Another ideological difference that plays into the ways in which Marx and Fanon differ on their views of nationalism is that Marxist ideology maintains that the proletariat is the group who are fully capable of understanding and mobilizing socialist revolution, while Fanon believes that the peasantry – the class segment of the population that has less to gain or lose from the settler’s system –they are detached from capitalism. – are the ones who are most capable of understanding and carrying out this revolution and completely reforming their society from the bottom up.

Since Fanon does not believe that the proletariat will come to an all-important class realization and be able to mobilize a revolution, he relies on ethnicity and national identity to serve as a mobilize that will appeal to the national group as a whole against their racially differentiated oppressors. In comparing the views of Fanon and Marx, it becomes clear that, while both are advocating for revolution and the proliferation of socialism, Bolshevik ideology is, in many ways, fundamentally at odds with the concept of nationalism.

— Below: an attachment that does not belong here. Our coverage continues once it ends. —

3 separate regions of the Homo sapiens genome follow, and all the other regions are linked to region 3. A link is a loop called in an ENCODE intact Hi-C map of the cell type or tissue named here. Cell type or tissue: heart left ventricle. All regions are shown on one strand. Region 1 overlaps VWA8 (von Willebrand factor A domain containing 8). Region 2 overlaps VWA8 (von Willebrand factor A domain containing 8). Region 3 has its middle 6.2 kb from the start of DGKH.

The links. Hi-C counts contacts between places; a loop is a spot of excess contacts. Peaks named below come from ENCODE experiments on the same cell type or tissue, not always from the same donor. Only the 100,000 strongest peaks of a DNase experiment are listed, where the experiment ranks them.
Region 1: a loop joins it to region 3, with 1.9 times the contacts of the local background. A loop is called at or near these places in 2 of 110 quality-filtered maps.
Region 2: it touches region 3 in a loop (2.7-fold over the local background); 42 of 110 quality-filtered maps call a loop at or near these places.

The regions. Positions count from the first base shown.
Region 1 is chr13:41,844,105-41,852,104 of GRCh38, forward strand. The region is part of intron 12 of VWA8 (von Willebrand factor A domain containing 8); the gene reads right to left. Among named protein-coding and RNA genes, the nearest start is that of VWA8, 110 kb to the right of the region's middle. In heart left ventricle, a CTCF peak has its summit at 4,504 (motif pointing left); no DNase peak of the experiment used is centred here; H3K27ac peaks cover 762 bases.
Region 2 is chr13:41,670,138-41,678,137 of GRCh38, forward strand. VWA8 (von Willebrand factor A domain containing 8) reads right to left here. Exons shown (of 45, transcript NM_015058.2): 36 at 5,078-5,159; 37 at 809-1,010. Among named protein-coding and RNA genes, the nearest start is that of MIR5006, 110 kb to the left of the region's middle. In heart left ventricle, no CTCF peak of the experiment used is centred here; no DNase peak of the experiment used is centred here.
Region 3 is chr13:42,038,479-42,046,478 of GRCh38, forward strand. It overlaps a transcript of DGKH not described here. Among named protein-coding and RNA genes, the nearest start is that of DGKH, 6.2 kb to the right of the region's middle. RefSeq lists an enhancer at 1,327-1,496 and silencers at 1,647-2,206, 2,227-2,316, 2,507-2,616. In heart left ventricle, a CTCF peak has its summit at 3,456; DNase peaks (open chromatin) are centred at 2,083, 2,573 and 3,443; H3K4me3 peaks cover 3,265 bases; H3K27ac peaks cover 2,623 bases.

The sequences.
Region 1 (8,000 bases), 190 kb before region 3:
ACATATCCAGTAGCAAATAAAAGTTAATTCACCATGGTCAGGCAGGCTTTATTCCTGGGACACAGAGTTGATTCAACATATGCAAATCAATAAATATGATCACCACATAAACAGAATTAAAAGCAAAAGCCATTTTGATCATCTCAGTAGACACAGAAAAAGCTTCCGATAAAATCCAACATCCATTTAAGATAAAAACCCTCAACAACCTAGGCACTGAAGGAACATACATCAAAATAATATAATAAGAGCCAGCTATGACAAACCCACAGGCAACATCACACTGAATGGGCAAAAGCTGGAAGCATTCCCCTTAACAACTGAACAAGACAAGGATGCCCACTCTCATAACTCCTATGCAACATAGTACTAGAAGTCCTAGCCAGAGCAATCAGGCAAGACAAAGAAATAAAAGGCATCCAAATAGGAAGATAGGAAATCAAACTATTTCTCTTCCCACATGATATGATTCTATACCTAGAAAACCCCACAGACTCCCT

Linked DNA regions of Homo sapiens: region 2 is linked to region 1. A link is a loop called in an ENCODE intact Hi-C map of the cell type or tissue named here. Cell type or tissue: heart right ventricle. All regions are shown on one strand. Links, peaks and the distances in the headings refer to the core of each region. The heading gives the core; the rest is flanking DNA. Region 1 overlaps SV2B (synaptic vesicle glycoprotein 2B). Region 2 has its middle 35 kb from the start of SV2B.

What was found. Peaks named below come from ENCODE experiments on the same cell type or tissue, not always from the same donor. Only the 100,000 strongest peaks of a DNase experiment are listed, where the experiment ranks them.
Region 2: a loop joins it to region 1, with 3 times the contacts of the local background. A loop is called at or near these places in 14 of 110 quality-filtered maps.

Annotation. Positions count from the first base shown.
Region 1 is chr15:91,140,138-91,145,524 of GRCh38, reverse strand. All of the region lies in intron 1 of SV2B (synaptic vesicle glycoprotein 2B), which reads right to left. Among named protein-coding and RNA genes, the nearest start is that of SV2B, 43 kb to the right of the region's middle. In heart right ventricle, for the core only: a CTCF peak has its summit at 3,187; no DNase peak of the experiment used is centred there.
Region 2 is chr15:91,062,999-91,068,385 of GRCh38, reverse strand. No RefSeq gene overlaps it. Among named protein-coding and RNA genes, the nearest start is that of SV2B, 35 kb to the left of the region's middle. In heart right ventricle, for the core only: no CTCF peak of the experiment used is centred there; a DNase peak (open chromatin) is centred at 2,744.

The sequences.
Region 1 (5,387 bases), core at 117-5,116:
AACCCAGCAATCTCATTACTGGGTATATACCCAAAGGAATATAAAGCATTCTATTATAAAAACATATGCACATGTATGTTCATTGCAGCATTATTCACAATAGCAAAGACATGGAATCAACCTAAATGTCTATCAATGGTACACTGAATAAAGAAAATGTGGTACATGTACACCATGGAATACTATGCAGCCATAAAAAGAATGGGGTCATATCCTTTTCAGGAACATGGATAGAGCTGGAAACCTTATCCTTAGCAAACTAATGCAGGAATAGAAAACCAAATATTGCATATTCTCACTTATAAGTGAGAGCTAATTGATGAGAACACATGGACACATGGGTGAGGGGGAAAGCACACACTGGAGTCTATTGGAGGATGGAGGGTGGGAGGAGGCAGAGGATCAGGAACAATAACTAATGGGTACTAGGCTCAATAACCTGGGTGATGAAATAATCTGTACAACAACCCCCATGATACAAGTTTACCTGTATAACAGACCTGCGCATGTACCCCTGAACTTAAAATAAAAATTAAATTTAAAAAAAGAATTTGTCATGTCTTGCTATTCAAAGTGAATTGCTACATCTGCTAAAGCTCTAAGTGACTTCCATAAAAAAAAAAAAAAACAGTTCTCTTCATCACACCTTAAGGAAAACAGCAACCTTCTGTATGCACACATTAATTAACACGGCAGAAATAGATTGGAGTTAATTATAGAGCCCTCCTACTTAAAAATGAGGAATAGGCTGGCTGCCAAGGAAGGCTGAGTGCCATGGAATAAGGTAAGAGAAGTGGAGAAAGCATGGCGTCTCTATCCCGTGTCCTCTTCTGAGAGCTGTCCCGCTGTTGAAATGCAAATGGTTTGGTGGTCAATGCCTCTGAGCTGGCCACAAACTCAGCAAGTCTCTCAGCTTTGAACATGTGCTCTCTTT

Fanon’s approach to socialism, however, is founded on the idea of nationalism and that fact that nationalist sentiments and traits can be mobilized and used to spawn socialist revolution and the creation of egalitarian utopia. However, while there are very clear and stark differences between these two ideologies, a direct comparison of them is complicated by the fact that these two positions came out of different points in history, with different circumstances influencing each ideologues’ argument.